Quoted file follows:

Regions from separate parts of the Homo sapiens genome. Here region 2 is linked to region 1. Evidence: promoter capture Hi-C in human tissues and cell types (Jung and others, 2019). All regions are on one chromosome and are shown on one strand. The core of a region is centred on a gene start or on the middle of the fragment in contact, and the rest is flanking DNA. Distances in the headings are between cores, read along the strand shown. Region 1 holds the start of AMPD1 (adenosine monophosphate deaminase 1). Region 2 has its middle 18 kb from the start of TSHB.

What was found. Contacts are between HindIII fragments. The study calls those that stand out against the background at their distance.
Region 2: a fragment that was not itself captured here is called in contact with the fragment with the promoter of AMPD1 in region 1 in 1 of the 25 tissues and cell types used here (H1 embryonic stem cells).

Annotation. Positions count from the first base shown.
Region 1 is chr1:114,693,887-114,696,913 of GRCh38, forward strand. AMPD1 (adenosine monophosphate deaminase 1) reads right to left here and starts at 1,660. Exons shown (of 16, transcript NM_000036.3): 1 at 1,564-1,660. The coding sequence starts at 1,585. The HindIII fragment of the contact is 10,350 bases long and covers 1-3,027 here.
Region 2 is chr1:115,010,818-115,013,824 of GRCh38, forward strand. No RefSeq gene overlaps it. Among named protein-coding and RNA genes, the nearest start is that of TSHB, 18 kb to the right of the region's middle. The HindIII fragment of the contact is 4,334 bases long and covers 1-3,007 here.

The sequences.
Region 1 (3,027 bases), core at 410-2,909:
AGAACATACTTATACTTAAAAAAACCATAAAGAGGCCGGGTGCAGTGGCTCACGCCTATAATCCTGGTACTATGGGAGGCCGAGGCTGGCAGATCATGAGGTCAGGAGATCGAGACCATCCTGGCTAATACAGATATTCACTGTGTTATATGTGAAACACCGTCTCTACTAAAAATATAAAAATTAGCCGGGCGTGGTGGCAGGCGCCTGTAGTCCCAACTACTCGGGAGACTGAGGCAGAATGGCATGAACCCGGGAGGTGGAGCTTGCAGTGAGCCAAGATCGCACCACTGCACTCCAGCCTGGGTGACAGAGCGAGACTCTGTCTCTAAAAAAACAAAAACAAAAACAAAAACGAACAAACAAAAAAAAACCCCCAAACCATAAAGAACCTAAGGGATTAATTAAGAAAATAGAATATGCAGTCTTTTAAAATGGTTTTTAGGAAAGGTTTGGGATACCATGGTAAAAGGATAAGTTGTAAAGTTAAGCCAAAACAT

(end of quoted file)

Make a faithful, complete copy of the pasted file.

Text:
Regions from separate parts of the Homo sapiens genome. Here region 2 is linked to region 1. Evidence: promoter capture Hi-C in human tissues and cell types (Jung and others, 2019). All regions are on one chromosome and are shown on one strand. The core of a region is centred on a gene start or on the middle of the fragment in contact, and the rest is flanking DNA. Distances in the headings are between cores, read along the strand shown. Region 1 holds the start of AMPD1 (adenosine monophosphate deaminase 1). Region 2 has its middle 18 kb from the start of TSHB.

What was found. Contacts are between HindIII fragments. The study calls those that stand out against the background at their distance.
Region 2: a fragment that was not itself captured here is called in contact with the fragment with the promoter of AMPD1 in region 1 in 1 of the 25 tissues and cell types used here (H1 embryonic stem cells).

Annotation. Positions count from the first base shown.
Region 1 is chr1:114,693,887-114,696,913 of GRCh38, forward strand. AMPD1 (adenosine monophosphate deaminase 1) reads right to left here and starts at 1,660. Exons shown (of 16, transcript NM_000036.3): 1 at 1,564-1,660. The coding sequence starts at 1,585. The HindIII fragment of the contact is 10,350 bases long and covers 1-3,027 here.
Region 2 is chr1:115,010,818-115,013,824 of GRCh38, forward strand. No RefSeq gene overlaps it. Among named protein-coding and RNA genes, the nearest start is that of TSHB, 18 kb to the right of the region's middle. The HindIII fragment of the contact is 4,334 bases long and covers 1-3,007 here.

The sequences.
Region 1 (3,027 bases), core at 410-2,909:
AGAACATACTTATACTTAAAAAAACCATAAAGAGGCCGGGTGCAGTGGCTCACGCCTATAATCCTGGTACTATGGGAGGCCGAGGCTGGCAGATCATGAGGTCAGGAGATCGAGACCATCCTGGCTAATACAGATATTCACTGTGTTATATGTGAAACACCGTCTCTACTAAAAATATAAAAATTAGCCGGGCGTGGTGGCAGGCGCCTGTAGTCCCAACTACTCGGGAGACTGAGGCAGAATGGCATGAACCCGGGAGGTGGAGCTTGCAGTGAGCCAAGATCGCACCACTGCACTCCAGCCTGGGTGACAGAGCGAGACTCTGTCTCTAAAAAAACAAAAACAAAAACAAAAACGAACAAACAAAAAAAAACCCCCAAACCATAAAGAACCTAAGGGATTAATTAAGAAAATAGAATATGCAGTCTTTTAAAATGGTTTTTAGGAAAGGTTTGGGATACCATGGTAAAAGGATAAGTTGTAAAGTTAAGCCAAAACAT